Release Date, October 28, 2014
Sample Excerpt Discussion Questions
CHANGING FACES is a witty, laugh-out-loud/gasp-out-loud, deeply affecting novel that probes the limits of friendship, following three devoted friends into a maelstrom of unexpected troubles. Together since high school, Whitney, Taylor and Charisse have each built significant lives for themselves, with the one constant being the support network they have provided to one another for years.
Whitney is a plus-sized telecommunications executive at the top of her game; but she just can’t turn down a box of Krispy Kremes or find a man who will stay put. When yet another painful break-up threatens to tear away her veneer of self-esteem, can she trust in her own wavering willpower, her new weight-loss plan, the unexpected love of a good man, and the encouragement of her best friends to help her start a new page in life?
Taylor has a long-term boyfriend who is absolutely allergic to commitment; but her problems run deeper than that. This skilled divorce attorney is at an industry conference halfway across the country when she’s forced to admit that a serious health problem is laying her low – these are the times that make or break even the best of relationships.
On the surface, Charisse has it all – a devoted husband, two adorable children, a challenging job. But she can’t make herself connect with her daughter; and her husband, who has been the object of her domineering wrath for all these years, has finally developed a backbone. Charisse is poised on the brink of a self-destructive path of rage – the only thing holding her back is the threat of a slew of damaging secrets about her shady personal dealings (past and present) being let loose…
My name is Whitney and while it shames me to say it, I’m a compulsive overeater. I don’t want to be, but that’s just what I’ve been since I was a child and I can’t seem to change it. Of course, I’ve tried changing my eating habits a great number of times, specifically over the last fifteen years, but none of my yo-yo dieting has ever worked—at least not for long. And believe me when I say that I’ve tried the very best of them, one right after another. Jenny Craig, Ornish, The Zone, Fit for Life, Slim-Fast, Herbalife, Atkins and every other low-carb, no-carb, low-calorie, weight reduction fad on the planet. I’ve even gone as far as starving myself completely, which was actually working until that night I passed out in the middle of aerobics class. Good God, I must have been completely out of my mind.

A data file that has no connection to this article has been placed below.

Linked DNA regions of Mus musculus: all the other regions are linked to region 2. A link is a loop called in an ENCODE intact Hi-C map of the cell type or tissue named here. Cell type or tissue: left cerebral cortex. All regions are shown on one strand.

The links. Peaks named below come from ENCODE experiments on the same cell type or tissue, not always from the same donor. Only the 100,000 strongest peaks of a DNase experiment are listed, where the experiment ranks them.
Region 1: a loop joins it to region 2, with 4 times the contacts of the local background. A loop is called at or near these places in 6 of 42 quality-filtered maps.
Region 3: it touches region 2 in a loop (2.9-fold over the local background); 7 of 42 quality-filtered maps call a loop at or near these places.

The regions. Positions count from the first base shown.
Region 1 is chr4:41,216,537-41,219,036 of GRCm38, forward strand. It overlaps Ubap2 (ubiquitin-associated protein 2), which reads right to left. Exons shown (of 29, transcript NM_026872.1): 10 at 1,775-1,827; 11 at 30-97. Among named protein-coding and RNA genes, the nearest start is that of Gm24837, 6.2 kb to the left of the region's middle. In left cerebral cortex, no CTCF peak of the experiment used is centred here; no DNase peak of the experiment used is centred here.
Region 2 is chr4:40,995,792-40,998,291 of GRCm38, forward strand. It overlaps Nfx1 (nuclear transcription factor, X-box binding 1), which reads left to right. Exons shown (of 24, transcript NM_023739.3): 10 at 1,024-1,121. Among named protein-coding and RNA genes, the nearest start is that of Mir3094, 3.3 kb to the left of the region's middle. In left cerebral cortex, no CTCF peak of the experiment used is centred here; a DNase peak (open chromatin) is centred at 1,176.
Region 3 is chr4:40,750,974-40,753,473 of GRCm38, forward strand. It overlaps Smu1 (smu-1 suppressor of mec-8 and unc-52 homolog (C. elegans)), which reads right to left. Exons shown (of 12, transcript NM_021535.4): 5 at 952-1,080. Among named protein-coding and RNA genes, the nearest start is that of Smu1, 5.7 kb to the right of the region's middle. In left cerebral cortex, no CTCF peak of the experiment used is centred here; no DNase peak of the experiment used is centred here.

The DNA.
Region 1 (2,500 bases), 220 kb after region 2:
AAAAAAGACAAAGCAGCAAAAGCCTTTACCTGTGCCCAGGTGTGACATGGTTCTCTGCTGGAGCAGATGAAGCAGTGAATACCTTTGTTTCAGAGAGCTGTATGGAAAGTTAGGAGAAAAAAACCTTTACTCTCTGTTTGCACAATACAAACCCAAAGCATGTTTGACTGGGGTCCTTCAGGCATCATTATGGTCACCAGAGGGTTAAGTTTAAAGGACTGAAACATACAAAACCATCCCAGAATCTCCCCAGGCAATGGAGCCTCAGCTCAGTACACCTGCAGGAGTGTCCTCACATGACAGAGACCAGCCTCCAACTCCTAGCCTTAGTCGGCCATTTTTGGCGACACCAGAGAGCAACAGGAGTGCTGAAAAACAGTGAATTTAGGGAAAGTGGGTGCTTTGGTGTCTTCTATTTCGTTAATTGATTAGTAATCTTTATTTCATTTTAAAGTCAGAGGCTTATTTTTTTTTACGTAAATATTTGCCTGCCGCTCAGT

But insanity is not uncommon for women like me who are at least one hundred pounds heavier than they should be—women like me who spend every waking moment, planning their next delicious meal and then promising themselves that they really will restart their diet this coming Monday. Sure, there are many overweight women who love themselves just the way they are and who walk around proudly with their heads held high, but most of us are not happy with the way we look. More importantly, we are not happy with the way we feel or the way some of us tend to be treated. Like the other day, when I was sitting at the mall in the food court section, wolfing down a colossal meal from Taco Bell, and the couple sitting a few feet away looked over at me in disgust. They never said a word, but I knew immediately what they were thinking. They were wondering why I had the nerve to be eating anything at all, let alone two large burritos, a salad and a large drink. I could read their minds as clear as day and while I wanted to beg for their understanding, I never looked in their direction again. Instead, I pretended that they didn’t even exist.
But actually, this was a huge part of my problem. I’ve always searched for acceptance from others and I have my “wonderfully loving” mother to thank for it. From the time I was eight, she was already criticizing the way I looked, the way I walked, the way I did anything. Nothing was ever good enough. She demanded perfection, but I never gave it to her. Tina, my younger sister, on the other hand, did whatever it took to make Mother happy and Mother has always loved her more because of it. Mother had even slipped and told me so a few years back during an argument we were having, but now she denies ever saying it. Still, I know what I heard and it is the reason our relationship has been terribly strained ever since.
I drove my SUV onto I-94 West and immediately came to a complete stop. Traffic was bumper-to-bumper the same as always, and I couldn’t help wondering why I did this every day. Obviously, I needed to work for a living, but why I drove all the way to downtown Chicago from Covington Park, the south suburb where I lived, didn’t make much sense. Not when I could have easily taken the Metra train roundtrip. But to be frank, I just didn’t feel comfortable doing it. The Metra was nice enough, but for some reason I’d always had this weird phobia about traveling on anything relating to the rail system. Of course, no one understood it, but it was just who I was.
I continued on my journey and realized that I was barely a few miles from the exit that would take me to my favorite Krispy Kreme location. Each day I fought tooth and nail, trying hard not to go there and sometimes I actually didn’t. Sometimes, I drove past the exit and even felt good about it, but it was always a major struggle.
I slowed my acceleration and waited for the flow of traffic to start up again. When I did, my phone rang.
I rolled my eyes toward the ceiling when I saw that it was my sister.
“Hello?” I said.
“Where are you?”
“In traffic, on my way to work. What’s up with you?”
“Why on earth do you keep doing that?” she said. ignoring my question.
“Doing what, Tina?”
“Driving all the way downtown.”
“I do it because this is a free country and because I want to.”
“Whatever is right. Now, did you want something in particular or were you just calling to harass me?”
“I’m calling for two reasons. Well, actually, three. First, I wanted to tell you that I got promoted yesterday to purchasing manager.”